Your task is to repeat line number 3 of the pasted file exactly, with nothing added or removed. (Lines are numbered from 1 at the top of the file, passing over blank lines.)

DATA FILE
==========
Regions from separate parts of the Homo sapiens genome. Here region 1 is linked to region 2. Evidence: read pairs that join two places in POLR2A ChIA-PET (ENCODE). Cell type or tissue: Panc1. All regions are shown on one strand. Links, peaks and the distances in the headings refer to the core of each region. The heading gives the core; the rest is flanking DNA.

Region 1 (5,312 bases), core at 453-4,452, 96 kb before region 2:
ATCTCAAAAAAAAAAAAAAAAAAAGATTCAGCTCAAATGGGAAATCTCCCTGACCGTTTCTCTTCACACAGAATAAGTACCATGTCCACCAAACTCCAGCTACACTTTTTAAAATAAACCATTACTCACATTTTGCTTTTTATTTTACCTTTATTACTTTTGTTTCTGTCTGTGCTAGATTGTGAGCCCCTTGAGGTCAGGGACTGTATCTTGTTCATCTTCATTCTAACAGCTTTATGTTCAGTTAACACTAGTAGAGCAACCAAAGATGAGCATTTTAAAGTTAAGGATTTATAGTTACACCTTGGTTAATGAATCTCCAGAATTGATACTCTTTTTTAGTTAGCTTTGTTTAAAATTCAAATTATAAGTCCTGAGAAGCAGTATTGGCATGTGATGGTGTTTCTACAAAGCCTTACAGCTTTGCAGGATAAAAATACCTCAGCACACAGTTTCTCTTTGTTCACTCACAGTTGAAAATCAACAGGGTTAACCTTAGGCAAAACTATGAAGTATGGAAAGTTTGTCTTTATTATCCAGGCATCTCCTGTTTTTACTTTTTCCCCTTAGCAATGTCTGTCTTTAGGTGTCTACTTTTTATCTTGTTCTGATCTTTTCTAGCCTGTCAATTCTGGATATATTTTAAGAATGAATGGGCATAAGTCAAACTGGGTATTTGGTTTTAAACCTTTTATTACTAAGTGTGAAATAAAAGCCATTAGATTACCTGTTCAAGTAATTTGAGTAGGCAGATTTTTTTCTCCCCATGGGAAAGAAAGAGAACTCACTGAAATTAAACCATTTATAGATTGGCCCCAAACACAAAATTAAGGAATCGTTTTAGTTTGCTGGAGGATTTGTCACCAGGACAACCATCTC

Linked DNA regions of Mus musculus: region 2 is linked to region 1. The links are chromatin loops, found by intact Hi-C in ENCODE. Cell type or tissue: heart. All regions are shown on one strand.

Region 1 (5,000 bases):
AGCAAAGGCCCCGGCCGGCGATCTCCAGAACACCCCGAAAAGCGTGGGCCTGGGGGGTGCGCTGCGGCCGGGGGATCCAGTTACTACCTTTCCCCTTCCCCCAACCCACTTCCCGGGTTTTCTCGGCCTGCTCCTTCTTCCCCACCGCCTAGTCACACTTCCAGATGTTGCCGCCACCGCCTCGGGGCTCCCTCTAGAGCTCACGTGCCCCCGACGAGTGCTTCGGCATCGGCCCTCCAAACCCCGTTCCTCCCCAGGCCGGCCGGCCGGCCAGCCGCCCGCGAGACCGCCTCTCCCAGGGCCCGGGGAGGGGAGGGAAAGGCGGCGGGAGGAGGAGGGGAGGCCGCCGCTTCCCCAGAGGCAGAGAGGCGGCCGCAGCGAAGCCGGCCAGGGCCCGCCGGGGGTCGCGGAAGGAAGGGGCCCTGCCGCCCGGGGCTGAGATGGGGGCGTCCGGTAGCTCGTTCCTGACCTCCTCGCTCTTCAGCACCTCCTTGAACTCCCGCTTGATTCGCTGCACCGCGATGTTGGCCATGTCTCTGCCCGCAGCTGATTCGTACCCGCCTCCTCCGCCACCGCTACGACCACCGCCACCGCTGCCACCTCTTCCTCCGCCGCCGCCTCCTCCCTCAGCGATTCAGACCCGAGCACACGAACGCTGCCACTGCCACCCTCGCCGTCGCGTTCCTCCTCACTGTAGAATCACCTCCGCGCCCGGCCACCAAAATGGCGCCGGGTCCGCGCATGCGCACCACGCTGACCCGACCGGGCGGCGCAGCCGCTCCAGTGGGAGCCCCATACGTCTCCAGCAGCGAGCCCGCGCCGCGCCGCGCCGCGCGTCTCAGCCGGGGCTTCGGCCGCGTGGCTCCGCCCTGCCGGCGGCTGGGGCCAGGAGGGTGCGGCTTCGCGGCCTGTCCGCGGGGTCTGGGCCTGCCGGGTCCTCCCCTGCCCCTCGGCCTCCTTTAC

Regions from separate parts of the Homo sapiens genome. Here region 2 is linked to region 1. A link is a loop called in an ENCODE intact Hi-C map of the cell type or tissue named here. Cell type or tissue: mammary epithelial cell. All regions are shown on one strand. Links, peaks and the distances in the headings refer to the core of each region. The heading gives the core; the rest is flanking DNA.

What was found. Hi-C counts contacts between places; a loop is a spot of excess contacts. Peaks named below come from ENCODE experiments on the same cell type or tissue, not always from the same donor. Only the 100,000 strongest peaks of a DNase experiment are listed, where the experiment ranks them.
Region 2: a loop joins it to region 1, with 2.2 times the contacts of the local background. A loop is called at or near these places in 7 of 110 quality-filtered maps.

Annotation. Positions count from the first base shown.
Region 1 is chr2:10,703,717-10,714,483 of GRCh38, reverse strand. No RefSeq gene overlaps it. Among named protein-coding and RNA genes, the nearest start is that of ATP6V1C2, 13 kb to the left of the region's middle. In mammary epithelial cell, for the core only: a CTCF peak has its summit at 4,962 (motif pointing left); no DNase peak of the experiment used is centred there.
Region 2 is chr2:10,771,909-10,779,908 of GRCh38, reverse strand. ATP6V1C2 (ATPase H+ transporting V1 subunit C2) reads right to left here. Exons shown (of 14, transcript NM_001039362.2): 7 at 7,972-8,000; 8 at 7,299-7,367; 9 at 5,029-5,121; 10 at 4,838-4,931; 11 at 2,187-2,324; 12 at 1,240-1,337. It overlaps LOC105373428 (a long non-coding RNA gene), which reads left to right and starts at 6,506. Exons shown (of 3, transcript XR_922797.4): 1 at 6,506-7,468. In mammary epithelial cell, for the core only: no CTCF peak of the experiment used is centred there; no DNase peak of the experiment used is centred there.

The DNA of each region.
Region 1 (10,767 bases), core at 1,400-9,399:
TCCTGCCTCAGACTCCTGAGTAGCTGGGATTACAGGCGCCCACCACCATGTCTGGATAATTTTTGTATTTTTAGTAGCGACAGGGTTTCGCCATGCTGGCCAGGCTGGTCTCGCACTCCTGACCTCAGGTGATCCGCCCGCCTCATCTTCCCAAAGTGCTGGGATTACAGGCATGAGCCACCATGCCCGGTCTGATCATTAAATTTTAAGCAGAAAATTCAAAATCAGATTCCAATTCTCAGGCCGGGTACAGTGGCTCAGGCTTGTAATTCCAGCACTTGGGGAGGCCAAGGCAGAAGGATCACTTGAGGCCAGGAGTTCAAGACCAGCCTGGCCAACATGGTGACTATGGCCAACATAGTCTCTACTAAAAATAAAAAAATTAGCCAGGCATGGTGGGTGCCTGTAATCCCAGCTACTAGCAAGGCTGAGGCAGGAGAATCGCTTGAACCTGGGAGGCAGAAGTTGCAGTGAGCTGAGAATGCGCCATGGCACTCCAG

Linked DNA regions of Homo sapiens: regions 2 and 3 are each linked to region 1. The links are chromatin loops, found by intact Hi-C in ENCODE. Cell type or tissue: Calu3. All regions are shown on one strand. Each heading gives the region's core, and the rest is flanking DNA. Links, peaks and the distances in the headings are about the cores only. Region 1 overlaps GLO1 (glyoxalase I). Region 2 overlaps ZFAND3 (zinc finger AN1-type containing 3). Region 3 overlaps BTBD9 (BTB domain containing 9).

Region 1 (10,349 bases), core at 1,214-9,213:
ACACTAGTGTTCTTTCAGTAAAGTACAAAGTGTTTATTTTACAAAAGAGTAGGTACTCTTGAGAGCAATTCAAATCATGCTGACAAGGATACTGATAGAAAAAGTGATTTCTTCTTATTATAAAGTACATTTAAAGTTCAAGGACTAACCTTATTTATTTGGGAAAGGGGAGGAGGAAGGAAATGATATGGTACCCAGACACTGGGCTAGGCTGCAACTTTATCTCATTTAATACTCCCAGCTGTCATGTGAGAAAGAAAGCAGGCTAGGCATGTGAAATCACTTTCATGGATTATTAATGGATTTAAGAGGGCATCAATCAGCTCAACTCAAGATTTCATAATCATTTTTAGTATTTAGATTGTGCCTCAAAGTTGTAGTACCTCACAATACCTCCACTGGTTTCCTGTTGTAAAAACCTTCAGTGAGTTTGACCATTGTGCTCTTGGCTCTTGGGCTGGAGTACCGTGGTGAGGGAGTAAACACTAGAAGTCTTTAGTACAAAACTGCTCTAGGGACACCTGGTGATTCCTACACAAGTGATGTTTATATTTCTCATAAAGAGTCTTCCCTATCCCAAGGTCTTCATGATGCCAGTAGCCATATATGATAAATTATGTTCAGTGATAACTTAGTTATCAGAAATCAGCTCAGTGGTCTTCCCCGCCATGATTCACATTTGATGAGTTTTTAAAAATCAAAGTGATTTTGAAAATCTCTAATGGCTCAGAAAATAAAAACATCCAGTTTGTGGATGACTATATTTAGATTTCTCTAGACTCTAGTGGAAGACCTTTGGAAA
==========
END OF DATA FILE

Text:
ATCTCAAAAAAAAAAAAAAAAAAAGATTCAGCTCAAATGGGAAATCTCCCTGACCGTTTCTCTTCACACAGAATAAGTACCATGTCCACCAAACTCCAGCTACACTTTTTAAAATAAACCATTACTCACATTTTGCTTTTTATTTTACCTTTATTACTTTTGTTTCTGTCTGTGCTAGATTGTGAGCCCCTTGAGGTCAGGGACTGTATCTTGTTCATCTTCATTCTAACAGCTTTATGTTCAGTTAACACTAGTAGAGCAACCAAAGATGAGCATTTTAAAGTTAAGGATTTATAGTTACACCTTGGTTAATGAATCTCCAGAATTGATACTCTTTTTTAGTTAGCTTTGTTTAAAATTCAAATTATAAGTCCTGAGAAGCAGTATTGGCATGTGATGGTGTTTCTACAAAGCCTTACAGCTTTGCAGGATAAAAATACCTCAGCACACAGTTTCTCTTTGTTCACTCACAGTTGAAAATCAACAGGGTTAACCTTAGGCAAAACTATGAAGTATGGAAAGTTTGTCTTTATTATCCAGGCATCTCCTGTTTTTACTTTTTCCCCTTAGCAATGTCTGTCTTTAGGTGTCTACTTTTTATCTTGTTCTGATCTTTTCTAGCCTGTCAATTCTGGATATATTTTAAGAATGAATGGGCATAAGTCAAACTGGGTATTTGGTTTTAAACCTTTTATTACTAAGTGTGAAATAAAAGCCATTAGATTACCTGTTCAAGTAATTTGAGTAGGCAGATTTTTTTCTCCCCATGGGAAAGAAAGAGAACTCACTGAAATTAAACCATTTATAGATTGGCCCCAAACACAAAATTAAGGAATCGTTTTAGTTTGCTGGAGGATTTGTCACCAGGACAACCATCTC